Feeding a codeblock/function with an array or something simi

Hi,
I have a codeblock like this:

def foobar(command,customerrormessage)
if not system(command)
puts customerrormessage
exit
end
end

and then many calls of it like:

foobar(‘rm something’,‘Error I could’nt remove something’)
foobar(‘apt-get install thishere’,‘Error while installing the packet’)
foobar(‘module-assistant a-i mymodule’,‘Error while installing the
module’)
[…]

In pascal I would simply create a multi-dimensional array[x,y] and fill
it with the commands and the corresponding error-messages but how to do
this in ruby? There are no arrays like the mentioned on or? Or do you
have a even better solution for this?

greets

On 9/4/07, kazaam [email protected] wrote:

and then many calls of it like:

foobar(‘rm something’,‘Error I could’nt remove something’)
foobar(‘apt-get install thishere’,‘Error while installing the packet’)
foobar(‘module-assistant a-i mymodule’,‘Error while installing the module’)

In pascal I would simply create a multi-dimensional array[x,y] and fill it with the
commands and the corresponding error-messages but how to do this in ruby?
There are no arrays like the mentioned on or? Or do you have a even better
solution for this?

I assume the order in which you execute the commands is important, so
I would do it like this (not tested):

command_list = []
command_list << {:command => ‘rm something’, :error_msg => ‘I couldn’t
remove something’}
command_list << {:command => ‘apt-get install thishere’, :error_msg =>
‘Error while installing the packet’}
command_list << {:command => ‘module-assistant a-i mymodule’,
:error_msg => ‘Error while installing the module’}

process_commands(command_list)

the process_commands can be something like:

def process_commands(command_list)
command_list.each do |command|
if not system(command[:command])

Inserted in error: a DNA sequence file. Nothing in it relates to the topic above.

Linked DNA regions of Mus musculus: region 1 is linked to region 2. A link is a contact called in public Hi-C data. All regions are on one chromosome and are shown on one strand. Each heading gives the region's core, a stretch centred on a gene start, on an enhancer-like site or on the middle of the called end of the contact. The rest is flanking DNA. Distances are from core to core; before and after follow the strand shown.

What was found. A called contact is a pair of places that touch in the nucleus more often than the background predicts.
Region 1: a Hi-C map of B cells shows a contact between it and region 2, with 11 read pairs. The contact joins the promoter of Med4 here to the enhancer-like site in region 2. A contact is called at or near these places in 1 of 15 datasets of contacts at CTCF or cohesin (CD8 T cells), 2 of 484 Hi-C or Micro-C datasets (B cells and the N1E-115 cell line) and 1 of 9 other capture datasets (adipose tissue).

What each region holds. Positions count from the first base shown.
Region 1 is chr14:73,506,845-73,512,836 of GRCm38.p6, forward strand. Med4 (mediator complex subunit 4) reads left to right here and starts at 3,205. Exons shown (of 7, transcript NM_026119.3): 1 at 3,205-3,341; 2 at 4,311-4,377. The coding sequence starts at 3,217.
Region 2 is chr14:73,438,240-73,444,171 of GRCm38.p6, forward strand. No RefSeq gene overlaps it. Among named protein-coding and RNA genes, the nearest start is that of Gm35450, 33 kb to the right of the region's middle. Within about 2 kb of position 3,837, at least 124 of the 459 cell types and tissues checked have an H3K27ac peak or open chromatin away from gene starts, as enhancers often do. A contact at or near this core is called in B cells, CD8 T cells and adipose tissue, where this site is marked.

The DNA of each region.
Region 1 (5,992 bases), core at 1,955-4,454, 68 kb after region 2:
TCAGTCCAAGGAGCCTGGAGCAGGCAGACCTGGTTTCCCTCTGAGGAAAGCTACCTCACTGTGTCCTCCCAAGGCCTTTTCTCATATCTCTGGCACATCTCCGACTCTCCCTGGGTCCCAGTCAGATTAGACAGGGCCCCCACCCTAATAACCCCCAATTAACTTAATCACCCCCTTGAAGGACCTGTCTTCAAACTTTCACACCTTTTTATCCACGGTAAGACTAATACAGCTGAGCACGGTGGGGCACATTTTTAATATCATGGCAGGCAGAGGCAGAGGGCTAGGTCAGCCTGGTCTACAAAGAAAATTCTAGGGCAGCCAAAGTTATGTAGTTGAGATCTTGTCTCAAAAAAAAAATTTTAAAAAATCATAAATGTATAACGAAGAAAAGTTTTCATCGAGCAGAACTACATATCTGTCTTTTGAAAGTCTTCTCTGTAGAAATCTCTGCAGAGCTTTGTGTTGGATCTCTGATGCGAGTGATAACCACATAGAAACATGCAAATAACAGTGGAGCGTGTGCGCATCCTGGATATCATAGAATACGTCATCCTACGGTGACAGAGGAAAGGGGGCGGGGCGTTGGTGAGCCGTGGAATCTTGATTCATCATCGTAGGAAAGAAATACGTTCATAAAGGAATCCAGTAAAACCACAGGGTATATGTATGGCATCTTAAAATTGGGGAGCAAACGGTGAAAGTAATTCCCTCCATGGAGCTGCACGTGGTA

puts command[:error_msg]
end
end
end

Don’t know if you want to break the execution of the other commands if
something fails, in which case you can return from the method inside
the if, but this can get you started as an idea.

Jesus.

Hi thanks,
I would do this method to make my code smaller and better looking but
the whole:

command_list << {:command => ‘rm something’, :error_msg => ‘I couldn’t
remove something’}
command_list << {:command => ‘apt-get install thishere’, :error_msg =>
‘Error while installing the packet’}
command_list << {:command => ‘module-assistant a-i mymodule’,
:error_msg => ‘Error while installing the module’}

would blow the code even more than my momentan solution :slight_smile:

2007/9/4, kazaam [email protected]:

and then many calls of it like:

foobar(‘rm something’,‘Error I could’nt remove something’)
foobar(‘apt-get install thishere’,‘Error while installing the packet’)
foobar(‘module-assistant a-i mymodule’,‘Error while installing the module’)
[…]

In pascal I would simply create a multi-dimensional array[x,y] and fill it with the commands and the corresponding error-messages but how to do this in ruby? There are no arrays like the mentioned on or? Or do you have a even better solution for this?

You can create multidimensional array just the same:

[
[‘rm something’,‘Error I could’nt remove something’],
[‘apt-get install thishere’,‘Error while installing the packet’],
[‘module-assistant a-i mymodule’,‘Error while installing the module’],
].each do |cmd, error|
unless system cmd
$stderr.puts error
exit 1
end
end

Kind regards

robert

thank you this works nice :slight_smile:


kazaam [email protected]

On 9/4/07, kazaam [email protected] wrote:

would blow the code even more than my momentan solution :slight_smile:

It’s easy to read this from a YAML configuration file or from a DB, so
the actual list of commands is not hardcoded. It all depends on the
complexity of your application. Of course you can also use other
structures like a multidimensional array, or a unidimensional array
with [cmd1, msg1, cmd2, msg2…], but I like the hash cause it makes
clear what each element is. I’d rather not have arrays where you need
to know that the first element is something and the second is
something else, but for simple cases it might be enough. YMMV, though.

Jesus.

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